For me, I tie much of my sense of security to money. I don’t need to have a lot of money. However, when we’re talking about early retirement, I’d have liked to have reached a certain amount of money before I can feel safe. Both my husband and I had very good compensation benefits. Those benefits were a big part of my family’s safety net. In this blog, I’ve spent a lot of time talking about the awesomeness of reaching financial independence and early retirement (see here and here). What I left out was my fear of giving up all the great benefits that came with W-2 employment (see here). The thought of having to let go of all that safety net seemed scary, overwhelming and wasteful. And I cringed at the thought of all that we’d lose when we leave our employment.
Naturally, feelings and thoughts of scarcity started creeping into my head and I found myself in a big mess. Consequently, the quality of my marriage and family life suffered. My mental and emotional health had also suffered.
Shedding Some Light into this New Mental State Experience
The Then and Now
In several of the early articles of this blog (such as here, here and here), I mentioned that my husband loves numbers, analytics and investing. And he’s very good at all three. He started educating himself on personal finances, the stock markets and investing while in his mid 20s, and he continues to do so each day. Even though he’s not a day trader, he follows the markets (and major headlines) daily and analyzes our investment portfolio performance against several market indices. We use Personal Capital to track our finances and net worth. You can read my comprehensive review of this free online financial tool here.
From the start of our relationship, he’s always been the one that spends more time taking care of our equities (stocks) and fixed income (bonds) investments. This is still true even after I had my transformative moment (you can read about my story here). Despite my accelerated learning of the stock markets and investing in the past year, he’s still the more knowledgeable one.
One thing that has been different in our relationship since that transformative moment is that nowadays I take a much more active role making investing decisions with my husband. I have a desire to learn from him (and many others) and continue to build my financial knowledge. Whereas before, I was glad to let him take care of all investments-related matters. Even when he tried to get me involved, I quickly dismissed his efforts.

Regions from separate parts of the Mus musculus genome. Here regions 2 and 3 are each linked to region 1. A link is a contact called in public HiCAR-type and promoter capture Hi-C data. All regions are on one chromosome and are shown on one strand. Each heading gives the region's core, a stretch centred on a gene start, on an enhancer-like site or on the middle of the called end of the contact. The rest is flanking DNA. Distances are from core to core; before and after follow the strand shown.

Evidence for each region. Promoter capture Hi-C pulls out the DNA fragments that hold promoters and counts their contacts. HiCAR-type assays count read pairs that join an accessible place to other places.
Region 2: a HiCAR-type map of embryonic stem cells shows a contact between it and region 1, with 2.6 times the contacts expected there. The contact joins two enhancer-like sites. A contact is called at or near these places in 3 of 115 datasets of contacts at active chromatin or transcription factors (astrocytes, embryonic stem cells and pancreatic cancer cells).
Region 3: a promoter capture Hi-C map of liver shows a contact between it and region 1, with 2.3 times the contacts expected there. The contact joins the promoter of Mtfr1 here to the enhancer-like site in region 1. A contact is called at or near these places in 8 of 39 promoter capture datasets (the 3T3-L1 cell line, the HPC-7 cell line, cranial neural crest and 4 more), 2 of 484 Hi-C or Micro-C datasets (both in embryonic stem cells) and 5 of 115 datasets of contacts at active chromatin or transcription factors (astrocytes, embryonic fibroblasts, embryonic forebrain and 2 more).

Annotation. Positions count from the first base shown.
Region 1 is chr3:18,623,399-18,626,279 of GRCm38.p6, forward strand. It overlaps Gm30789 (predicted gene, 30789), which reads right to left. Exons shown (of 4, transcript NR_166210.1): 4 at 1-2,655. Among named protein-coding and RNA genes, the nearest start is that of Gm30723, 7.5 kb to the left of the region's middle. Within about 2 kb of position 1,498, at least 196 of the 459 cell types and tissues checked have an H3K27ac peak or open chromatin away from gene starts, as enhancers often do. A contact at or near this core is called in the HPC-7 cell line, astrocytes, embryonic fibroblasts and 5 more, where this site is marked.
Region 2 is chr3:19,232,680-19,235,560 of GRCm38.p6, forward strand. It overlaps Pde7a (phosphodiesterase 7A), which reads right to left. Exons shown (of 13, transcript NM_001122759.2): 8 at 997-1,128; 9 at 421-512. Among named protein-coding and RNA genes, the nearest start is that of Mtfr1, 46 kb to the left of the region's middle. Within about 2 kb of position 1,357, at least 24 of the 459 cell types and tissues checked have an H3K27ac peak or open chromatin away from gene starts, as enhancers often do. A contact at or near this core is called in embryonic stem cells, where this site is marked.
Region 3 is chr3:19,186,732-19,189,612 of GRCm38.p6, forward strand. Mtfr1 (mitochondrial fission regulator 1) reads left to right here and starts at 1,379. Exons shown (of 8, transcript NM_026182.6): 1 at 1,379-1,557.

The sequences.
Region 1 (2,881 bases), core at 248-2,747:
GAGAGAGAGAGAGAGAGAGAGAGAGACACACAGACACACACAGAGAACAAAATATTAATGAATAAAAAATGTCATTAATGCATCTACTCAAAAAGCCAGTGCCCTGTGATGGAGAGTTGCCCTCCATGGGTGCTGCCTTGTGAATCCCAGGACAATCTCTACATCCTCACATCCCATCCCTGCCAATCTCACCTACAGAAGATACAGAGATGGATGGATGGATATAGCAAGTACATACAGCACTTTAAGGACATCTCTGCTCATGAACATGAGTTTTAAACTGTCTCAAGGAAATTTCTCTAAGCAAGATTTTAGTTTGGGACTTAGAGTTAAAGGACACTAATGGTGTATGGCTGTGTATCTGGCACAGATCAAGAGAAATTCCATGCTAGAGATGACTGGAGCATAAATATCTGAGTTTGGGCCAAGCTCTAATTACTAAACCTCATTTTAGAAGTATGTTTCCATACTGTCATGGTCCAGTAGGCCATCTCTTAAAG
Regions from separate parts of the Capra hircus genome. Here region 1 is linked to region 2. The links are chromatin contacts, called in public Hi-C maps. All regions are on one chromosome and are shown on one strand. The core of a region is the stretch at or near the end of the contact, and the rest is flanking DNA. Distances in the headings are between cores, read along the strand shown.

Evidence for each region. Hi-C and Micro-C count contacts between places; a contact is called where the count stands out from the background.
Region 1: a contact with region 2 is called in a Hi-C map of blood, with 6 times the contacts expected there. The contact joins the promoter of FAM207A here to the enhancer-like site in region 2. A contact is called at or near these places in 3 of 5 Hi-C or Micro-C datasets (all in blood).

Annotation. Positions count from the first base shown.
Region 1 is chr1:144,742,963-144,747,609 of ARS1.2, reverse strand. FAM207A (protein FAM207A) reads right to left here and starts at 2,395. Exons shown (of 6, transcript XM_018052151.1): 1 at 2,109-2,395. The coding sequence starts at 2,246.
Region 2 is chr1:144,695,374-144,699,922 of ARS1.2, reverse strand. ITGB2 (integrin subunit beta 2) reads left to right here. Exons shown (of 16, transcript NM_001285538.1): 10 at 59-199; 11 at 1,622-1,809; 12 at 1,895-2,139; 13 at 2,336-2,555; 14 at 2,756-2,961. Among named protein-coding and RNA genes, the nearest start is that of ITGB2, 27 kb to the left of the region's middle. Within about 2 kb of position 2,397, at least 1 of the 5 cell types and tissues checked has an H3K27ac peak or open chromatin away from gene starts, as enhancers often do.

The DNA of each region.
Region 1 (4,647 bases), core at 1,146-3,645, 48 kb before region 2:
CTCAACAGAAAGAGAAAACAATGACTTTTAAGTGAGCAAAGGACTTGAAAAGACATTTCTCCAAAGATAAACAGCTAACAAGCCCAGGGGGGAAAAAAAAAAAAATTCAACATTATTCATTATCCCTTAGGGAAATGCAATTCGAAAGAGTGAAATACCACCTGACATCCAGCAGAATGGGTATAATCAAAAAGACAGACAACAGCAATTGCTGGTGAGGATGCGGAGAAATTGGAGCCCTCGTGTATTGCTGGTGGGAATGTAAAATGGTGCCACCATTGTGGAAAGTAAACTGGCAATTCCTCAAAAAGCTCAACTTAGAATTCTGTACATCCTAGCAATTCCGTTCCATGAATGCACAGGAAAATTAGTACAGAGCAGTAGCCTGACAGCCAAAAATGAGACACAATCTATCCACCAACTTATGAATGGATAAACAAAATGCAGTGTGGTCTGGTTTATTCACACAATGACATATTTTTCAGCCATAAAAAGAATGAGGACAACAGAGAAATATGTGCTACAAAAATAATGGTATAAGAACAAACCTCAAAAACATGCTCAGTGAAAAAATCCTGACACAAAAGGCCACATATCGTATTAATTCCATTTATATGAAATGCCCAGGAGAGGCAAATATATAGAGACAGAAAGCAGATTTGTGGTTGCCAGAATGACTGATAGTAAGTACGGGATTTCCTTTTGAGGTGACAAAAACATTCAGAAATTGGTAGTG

Two People in a Relationship
Wishlist and Bucket List
Do you recall when you first started having a wishlist or bucket list? I didn’t have one until I was in my mid-20s. Before then, I didn’t desire much. I was simply happy just having the essentials or necessities. I understood my financial situation as a student. My mindset at the time was that my situation was temporary and wanted to focus my attention on doing well in my studies. I looked forward to the day when I finished school, secured a satisfying career and then start living the life of my dream.
What was the first item that made it to my wishlist? It was a Marc by Marc Jacobs crossbody bag. I saw that bag on a fashion magazine that I subscribed to at the time.
Around my 25th birthday, my husband and I visited Saks Fifth Avenue. When I saw that bag sitting on the shelf, I hesitated and started having second thoughts. The price tag was $249. It was a VERY expensive bag. My most expensive bag prior to that one costed me less than $30. My husband and I walked in circles around the store as I had a very hard time deciding if I wanted us to spend that kind of money. It was just a [beautiful] crossbody bag…After perhaps 45 minutes later, my then boyfriend was paying for the bag at the cashier register. And that was my first designer bag. From there, I went on to purchase couple Michael Kors bags.
Deciding on the Now or Later